4 November 2016 by

Uber and British Gas…Worker and employee rights – what next?

Commission and Holiday pay

After much uncertainty, the Court of Appeal has confirmed that holiday pay should include basic pay and elements of results-based commission.

Workers have the right to have an amount included in their holiday pay to reflect the commission that they have been unable to earn by virtue of being on holiday. Some employers have, so far, refrained from making a decision on what to include and whilst we understand why, the decision can be delayed no more!

The manufacturers’ organisation EEF estimates that an SME in the manufacturing sector with a £30 million annual turnover could expect to get a potential bill of £2.75 million.

What next?

The Lock v British Gas case has been sent back to the tribunal for a decision on how the holiday pay should be calculated. Of particular interest will be the period that will be used for calculation of holiday pay. Guidance is still a long way off – this is a long process that we haven’t heard the last of yet!

There are, of course, still unanswered questions that bring about some uncertainty:

  • Will British Gas be granted permission to appeal?
  • What other types of bonuses should be taken into account?
  • How would the calculation work in practice?

Despite these questions if your business operates results-based commission or other similar schemes, now may be the time to review your current practices.

The UBER Judgment

Uber drivers are ‘workers’ and not self-employed, an Employment Tribunal has recently decided in a landmark case which could affect tens of thousands of workers.

Whilst ‘workers’ are not entitled to the full rights that an ‘employee’ is entitled to; Uber and other similar companies, will need to review their contracts in order to ensure compliance.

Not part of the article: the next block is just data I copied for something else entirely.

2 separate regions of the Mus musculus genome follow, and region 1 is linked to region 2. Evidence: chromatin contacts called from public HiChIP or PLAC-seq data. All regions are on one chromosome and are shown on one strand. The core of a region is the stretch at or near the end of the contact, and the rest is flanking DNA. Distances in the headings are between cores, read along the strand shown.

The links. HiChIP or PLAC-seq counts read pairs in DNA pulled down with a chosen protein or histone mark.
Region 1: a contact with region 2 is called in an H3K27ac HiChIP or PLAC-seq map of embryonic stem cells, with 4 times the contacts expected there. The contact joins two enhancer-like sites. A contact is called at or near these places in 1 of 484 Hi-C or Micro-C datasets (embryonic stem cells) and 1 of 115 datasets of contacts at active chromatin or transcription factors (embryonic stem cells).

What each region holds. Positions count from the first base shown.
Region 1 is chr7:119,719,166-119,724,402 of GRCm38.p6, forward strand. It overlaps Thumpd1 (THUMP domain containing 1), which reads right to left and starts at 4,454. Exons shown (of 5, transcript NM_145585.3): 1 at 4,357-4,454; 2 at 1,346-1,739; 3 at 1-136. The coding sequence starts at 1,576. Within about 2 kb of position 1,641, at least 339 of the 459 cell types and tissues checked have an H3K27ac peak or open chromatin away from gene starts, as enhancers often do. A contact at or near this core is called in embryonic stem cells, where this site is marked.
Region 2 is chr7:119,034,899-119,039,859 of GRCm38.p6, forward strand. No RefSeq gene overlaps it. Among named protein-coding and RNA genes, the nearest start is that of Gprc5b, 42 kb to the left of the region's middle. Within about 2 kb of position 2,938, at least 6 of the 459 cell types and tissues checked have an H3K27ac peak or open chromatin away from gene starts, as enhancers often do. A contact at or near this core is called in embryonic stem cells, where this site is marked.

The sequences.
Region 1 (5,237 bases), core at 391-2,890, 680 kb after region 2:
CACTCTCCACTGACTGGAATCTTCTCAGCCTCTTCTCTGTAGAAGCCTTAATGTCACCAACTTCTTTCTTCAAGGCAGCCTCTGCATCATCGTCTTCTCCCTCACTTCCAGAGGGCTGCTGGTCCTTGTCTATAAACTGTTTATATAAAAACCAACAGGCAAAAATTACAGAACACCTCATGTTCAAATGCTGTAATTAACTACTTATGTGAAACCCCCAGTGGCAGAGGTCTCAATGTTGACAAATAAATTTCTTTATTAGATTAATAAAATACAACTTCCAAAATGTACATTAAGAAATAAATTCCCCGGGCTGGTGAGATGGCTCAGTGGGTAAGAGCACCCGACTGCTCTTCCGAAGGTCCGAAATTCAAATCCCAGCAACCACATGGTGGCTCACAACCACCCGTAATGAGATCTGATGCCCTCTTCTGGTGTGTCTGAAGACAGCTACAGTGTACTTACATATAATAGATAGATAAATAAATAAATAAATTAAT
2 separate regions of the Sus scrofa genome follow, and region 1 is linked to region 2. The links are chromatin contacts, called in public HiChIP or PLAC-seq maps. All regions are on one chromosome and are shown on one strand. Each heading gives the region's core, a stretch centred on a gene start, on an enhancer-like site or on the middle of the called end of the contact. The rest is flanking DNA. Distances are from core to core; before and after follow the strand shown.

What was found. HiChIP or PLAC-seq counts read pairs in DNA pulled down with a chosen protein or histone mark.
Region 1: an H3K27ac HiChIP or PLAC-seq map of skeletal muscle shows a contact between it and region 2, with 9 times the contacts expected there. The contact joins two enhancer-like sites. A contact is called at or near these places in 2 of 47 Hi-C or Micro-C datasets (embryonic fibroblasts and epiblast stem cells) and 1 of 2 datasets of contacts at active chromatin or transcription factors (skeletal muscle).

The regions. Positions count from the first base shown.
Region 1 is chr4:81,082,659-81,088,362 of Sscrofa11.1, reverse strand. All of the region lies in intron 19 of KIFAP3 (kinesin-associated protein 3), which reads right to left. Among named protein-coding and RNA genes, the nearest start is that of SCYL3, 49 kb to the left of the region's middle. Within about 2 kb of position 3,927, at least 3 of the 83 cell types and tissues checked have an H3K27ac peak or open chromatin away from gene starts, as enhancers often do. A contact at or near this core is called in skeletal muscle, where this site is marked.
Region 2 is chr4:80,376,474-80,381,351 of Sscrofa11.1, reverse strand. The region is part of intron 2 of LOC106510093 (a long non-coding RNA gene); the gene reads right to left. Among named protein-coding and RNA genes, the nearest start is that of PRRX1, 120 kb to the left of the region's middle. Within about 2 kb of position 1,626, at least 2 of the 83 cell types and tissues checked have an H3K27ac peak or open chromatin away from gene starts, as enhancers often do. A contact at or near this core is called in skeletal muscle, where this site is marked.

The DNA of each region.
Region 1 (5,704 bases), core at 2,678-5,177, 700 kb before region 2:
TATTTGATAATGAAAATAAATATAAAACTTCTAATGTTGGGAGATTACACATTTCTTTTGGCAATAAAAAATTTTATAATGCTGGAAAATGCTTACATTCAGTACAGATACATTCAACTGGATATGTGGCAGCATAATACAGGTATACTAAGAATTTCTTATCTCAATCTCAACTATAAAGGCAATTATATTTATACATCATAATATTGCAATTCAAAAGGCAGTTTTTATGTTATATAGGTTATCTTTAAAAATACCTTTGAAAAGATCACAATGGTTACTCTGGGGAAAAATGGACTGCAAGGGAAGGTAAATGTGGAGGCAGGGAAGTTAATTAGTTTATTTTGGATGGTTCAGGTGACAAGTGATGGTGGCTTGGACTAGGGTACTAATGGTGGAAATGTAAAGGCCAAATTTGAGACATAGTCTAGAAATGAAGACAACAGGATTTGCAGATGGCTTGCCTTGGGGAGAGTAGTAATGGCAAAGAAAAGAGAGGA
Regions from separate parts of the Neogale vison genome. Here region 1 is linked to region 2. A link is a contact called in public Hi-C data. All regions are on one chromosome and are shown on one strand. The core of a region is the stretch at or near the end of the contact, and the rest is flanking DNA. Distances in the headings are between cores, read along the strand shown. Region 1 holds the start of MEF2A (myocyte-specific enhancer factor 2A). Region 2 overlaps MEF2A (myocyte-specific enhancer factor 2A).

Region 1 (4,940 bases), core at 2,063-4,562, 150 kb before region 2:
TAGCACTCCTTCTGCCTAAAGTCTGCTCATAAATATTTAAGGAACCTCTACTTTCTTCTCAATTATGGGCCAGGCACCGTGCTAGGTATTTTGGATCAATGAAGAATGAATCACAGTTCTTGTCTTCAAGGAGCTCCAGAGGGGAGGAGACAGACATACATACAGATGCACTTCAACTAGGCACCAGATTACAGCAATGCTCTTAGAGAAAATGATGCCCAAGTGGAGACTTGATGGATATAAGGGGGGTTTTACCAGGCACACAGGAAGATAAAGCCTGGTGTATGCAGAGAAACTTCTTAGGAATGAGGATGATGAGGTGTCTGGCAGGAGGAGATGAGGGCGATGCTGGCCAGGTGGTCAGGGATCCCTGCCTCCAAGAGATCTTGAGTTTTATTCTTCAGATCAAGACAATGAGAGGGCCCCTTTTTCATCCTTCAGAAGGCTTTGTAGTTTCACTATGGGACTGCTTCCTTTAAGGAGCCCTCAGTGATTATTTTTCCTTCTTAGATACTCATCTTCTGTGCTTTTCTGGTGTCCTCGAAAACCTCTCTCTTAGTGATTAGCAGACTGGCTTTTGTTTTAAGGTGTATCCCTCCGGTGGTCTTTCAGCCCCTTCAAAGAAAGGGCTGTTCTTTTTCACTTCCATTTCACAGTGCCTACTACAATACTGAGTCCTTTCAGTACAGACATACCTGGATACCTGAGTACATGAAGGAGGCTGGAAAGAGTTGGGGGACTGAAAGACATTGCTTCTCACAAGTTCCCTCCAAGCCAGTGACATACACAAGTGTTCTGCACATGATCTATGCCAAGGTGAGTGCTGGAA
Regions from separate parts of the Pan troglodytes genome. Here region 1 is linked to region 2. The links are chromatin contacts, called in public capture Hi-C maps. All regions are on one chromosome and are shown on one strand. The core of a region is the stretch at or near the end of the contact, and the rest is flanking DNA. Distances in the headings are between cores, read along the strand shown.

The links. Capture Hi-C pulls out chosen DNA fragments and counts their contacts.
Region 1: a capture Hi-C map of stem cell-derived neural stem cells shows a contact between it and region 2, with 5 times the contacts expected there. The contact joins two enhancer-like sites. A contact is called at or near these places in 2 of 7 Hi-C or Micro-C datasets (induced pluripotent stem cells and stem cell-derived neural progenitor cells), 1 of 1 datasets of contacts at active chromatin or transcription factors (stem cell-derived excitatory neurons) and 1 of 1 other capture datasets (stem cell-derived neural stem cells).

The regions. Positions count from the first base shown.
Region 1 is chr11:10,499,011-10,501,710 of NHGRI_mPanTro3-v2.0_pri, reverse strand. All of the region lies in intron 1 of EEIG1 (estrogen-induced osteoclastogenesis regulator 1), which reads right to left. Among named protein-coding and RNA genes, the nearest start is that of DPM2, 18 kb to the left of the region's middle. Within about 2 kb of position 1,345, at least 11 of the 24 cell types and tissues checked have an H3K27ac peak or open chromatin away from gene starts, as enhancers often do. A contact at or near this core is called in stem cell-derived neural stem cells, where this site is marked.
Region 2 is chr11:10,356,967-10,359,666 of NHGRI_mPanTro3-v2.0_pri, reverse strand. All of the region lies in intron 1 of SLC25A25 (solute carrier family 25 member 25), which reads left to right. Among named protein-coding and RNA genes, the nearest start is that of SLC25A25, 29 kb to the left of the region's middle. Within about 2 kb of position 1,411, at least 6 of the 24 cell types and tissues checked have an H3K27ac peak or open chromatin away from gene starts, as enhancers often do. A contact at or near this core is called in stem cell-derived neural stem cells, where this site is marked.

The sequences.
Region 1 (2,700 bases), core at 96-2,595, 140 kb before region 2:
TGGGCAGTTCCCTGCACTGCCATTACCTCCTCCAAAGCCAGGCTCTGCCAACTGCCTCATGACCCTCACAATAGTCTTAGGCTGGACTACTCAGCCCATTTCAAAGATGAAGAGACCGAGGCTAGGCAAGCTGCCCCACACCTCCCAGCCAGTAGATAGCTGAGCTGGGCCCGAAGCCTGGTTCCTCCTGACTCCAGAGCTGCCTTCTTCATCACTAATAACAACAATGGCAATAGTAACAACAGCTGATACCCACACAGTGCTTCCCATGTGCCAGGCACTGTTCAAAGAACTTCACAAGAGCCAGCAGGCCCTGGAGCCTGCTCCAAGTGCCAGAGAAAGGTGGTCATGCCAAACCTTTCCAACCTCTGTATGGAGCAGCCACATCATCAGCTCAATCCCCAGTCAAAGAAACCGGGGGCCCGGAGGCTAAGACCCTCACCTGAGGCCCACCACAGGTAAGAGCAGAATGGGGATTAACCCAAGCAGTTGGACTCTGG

Uber drivers, and other like workers, will be entitled to:-

  • 5-6 weeks’ paid annual leave each year;
  • a maximum 48 hour working week;
  • rest breaks;
  • the National Minimum and Living Wage; and
  • protection from whistleblowing legislation

Notably, they have not been defined as ‘employees’, so will not be entitled to:-

  • unfair dismissal;
  • statutory redundancy payment;
  • the benefit of the implied term of trust and confidence; or
  • protection on the transfer of a business

Of course, Uber have immediately announced that they will appeal the ruling, claiming many of their drivers do not want to be classified as ‘workers’.

What next?

This ruling is likely to affect many companies with modern business models such as Deliveroo and Airbnb, so whilst this case is far from over, if your business operates similarly, we would suggest you take a look at your current contracts.

For advice on workers’ rights and how these judgments impact you and your business please contact one of our solicitors in the Employment team here.

26 October 2016 by

Open Letter to the Royal Bank of Scotland, The FCA, and HM Treasury

Please see our open letter of 26 October 2016 on issues relating to the actions of the Global Restructuring Group at […]

27 October 2016 by

Having trouble squeezing payment from a big business? The playing field might just be levelling out

The Department for Business, Energy and Industrial Strategy (‘BEIS’) has recently opened consultation on ways in which the Small Business […]

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